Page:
Remember Nada Surf and their 1996 breakthrough hit “Popular,” a witty sardonic tribute to the fickle politics of high school? If not, here’s a probable reason why – After their impressive first major label recording, High/Low, Elektra refused to distribute Nada’s follow-up album stateside, despite rave reviews and steady record sales in Europe. A lengthy legal battle over distribution rights to the disc ensued, which Nada Surf eventually won, and the group released Proximity Effect three years later under their own label. Unfortunately, such long absences have been known to spell death to budding musical careers. Momentum from their earlier mainstream success died down and since the American public has an attention span of only about five seconds, the CD practically went unnoticed.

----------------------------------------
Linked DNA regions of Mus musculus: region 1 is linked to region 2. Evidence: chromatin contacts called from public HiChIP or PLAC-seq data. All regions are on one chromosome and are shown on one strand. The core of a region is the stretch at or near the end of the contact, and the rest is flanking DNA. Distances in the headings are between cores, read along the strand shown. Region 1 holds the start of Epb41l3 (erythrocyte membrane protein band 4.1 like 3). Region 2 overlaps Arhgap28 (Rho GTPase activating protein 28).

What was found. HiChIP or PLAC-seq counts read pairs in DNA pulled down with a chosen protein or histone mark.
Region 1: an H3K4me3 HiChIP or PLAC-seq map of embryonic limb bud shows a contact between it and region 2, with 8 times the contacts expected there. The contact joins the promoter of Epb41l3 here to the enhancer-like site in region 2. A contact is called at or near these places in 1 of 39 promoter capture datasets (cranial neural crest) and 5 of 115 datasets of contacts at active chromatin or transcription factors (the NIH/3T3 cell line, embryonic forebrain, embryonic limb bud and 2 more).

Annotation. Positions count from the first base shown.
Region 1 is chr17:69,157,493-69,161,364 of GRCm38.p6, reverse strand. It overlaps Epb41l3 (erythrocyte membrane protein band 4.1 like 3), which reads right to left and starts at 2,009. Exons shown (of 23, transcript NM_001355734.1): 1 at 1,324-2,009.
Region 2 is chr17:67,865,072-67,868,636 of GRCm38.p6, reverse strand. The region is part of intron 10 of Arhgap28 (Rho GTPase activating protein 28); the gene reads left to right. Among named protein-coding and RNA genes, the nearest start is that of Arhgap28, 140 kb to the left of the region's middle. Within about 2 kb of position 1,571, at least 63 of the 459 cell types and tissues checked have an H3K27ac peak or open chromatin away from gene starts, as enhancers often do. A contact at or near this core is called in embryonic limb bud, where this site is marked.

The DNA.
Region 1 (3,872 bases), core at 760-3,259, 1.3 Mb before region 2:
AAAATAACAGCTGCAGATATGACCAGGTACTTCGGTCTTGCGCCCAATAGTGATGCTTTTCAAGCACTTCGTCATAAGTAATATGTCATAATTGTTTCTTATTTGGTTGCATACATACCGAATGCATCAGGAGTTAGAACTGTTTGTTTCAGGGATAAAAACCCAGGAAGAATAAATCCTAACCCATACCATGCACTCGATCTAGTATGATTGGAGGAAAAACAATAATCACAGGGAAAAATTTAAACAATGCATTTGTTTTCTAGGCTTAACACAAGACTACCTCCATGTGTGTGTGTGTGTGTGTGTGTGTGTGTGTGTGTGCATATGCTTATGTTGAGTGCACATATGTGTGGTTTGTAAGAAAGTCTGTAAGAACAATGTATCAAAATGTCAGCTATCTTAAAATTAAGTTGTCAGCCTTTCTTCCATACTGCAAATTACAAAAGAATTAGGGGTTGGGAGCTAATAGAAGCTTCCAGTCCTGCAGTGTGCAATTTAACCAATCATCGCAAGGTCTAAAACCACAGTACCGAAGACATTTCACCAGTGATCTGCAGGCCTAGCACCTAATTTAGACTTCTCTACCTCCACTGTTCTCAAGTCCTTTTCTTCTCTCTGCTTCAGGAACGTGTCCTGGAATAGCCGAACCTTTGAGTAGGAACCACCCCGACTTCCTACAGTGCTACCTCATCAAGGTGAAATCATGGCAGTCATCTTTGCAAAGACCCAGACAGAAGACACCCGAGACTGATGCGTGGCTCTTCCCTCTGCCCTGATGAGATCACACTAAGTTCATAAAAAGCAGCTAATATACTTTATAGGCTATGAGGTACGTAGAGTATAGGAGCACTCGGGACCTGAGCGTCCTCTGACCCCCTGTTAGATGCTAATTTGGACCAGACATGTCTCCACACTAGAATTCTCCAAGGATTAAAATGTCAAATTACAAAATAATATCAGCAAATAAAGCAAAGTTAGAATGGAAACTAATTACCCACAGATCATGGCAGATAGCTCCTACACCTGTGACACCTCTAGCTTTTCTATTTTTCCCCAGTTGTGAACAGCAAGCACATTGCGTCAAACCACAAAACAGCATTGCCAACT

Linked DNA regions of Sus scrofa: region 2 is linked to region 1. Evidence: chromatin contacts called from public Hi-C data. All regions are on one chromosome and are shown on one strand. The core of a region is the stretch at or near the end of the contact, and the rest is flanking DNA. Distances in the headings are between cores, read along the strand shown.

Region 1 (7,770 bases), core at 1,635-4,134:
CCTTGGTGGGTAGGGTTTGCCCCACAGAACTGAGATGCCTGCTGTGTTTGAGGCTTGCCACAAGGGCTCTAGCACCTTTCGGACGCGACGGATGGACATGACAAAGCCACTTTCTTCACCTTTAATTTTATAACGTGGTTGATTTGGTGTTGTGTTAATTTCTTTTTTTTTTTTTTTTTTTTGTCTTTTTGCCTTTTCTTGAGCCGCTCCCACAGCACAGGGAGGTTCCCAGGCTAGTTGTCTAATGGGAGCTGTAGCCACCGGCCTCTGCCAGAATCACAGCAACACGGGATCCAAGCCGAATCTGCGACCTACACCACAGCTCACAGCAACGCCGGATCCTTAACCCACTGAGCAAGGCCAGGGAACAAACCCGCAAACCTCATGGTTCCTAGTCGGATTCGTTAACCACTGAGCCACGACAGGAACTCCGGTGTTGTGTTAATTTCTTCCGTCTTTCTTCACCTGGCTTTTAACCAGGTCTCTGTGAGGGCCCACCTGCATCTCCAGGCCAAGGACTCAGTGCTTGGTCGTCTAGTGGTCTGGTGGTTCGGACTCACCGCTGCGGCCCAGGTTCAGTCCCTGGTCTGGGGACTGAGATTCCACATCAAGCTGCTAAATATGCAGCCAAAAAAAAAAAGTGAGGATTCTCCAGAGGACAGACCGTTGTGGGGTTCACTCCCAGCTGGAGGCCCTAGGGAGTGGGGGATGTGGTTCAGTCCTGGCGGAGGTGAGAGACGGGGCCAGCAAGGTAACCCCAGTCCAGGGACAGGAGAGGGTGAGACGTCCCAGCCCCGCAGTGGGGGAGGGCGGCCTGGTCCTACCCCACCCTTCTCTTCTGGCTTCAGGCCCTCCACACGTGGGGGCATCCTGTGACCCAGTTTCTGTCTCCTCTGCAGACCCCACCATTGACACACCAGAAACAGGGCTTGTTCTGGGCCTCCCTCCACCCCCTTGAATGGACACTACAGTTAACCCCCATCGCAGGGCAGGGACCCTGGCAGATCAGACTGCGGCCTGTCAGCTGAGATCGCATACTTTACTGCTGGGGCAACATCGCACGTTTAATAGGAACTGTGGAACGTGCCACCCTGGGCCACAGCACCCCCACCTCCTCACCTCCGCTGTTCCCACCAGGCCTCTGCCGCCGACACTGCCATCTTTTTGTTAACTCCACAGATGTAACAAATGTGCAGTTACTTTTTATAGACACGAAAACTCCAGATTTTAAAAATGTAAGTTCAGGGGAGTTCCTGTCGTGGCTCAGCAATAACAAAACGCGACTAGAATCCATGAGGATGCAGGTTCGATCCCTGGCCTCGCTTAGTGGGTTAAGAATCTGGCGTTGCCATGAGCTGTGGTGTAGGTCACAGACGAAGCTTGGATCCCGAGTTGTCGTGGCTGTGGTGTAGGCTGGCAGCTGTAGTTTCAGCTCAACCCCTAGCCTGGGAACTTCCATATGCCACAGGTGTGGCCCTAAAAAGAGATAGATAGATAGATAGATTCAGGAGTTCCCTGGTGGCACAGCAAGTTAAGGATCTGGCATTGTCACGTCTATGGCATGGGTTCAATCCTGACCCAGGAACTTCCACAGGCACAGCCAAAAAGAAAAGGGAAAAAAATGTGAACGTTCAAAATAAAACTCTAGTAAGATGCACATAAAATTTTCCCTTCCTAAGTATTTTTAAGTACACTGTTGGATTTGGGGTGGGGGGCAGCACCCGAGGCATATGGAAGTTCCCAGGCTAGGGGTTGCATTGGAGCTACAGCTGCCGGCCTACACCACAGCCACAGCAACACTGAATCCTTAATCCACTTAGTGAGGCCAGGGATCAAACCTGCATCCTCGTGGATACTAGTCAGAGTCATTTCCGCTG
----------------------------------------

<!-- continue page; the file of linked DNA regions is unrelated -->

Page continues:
Just when it seemed that Nada surf was to be written off as yet another fallen 90’s grunge-rock, one-hit-wonder, the group resurfaced with the excellent Let Go, their latest release. This is one of the few records I can honestly listen to from start to finish; it’s that good.
“Blizzard of ’77,” the opening track and undoubtedly one of the best songs on the record, is a catchy short acoustic outburst written in the simple lyrical style of Weezer. “Happy Kid” follows and is about the torment of disaffected youth: “I’m just a happy kid/ stuck in the heart of a sad punk